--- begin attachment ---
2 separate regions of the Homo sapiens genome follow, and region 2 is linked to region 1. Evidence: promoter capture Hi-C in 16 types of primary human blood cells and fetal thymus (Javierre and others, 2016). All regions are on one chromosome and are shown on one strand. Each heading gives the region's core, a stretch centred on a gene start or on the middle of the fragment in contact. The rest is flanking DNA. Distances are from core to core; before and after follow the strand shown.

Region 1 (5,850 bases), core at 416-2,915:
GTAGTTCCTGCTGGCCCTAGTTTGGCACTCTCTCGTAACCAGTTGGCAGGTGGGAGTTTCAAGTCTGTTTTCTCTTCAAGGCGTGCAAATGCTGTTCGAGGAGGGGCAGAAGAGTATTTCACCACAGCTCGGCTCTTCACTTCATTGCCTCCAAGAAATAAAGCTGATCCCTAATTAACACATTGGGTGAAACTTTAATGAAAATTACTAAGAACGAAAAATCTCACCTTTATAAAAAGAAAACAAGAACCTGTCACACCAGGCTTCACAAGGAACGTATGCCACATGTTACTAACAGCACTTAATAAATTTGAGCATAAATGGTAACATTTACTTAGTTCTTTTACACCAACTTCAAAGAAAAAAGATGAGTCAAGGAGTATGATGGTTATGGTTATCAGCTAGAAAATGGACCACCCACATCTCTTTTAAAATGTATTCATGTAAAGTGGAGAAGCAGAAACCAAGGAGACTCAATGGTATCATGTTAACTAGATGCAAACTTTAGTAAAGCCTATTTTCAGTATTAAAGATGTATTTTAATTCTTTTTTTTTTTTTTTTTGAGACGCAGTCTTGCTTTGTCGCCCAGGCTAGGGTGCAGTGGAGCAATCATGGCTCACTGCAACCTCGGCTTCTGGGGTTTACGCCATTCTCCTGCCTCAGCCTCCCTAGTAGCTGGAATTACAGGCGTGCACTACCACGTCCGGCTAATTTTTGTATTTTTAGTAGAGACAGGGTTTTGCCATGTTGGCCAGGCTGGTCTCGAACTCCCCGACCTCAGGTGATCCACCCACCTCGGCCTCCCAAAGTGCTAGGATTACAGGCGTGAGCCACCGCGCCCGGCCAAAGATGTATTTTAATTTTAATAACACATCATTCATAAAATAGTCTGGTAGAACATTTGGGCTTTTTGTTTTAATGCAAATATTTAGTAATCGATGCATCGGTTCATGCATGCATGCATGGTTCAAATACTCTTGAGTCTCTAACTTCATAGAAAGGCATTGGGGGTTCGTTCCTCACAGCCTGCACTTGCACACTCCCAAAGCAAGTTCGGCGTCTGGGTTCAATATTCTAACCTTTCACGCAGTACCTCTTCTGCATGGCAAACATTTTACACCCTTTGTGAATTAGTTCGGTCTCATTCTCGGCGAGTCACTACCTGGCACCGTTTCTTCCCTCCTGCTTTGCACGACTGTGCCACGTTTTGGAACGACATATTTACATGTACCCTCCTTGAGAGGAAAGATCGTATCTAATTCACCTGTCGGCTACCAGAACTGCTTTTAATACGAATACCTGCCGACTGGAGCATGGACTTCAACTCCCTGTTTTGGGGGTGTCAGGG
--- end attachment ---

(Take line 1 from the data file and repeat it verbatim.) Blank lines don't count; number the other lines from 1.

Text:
2 separate regions of the Homo sapiens genome follow, and region 2 is linked to region 1. Evidence: promoter capture Hi-C in 16 types of primary human blood cells and fetal thymus (Javierre and others, 2016). All regions are on one chromosome and are shown on one strand. Each heading gives the region's core, a stretch centred on a gene start or on the middle of the fragment in contact. The rest is flanking DNA. Distances are from core to core; before and after follow the strand shown.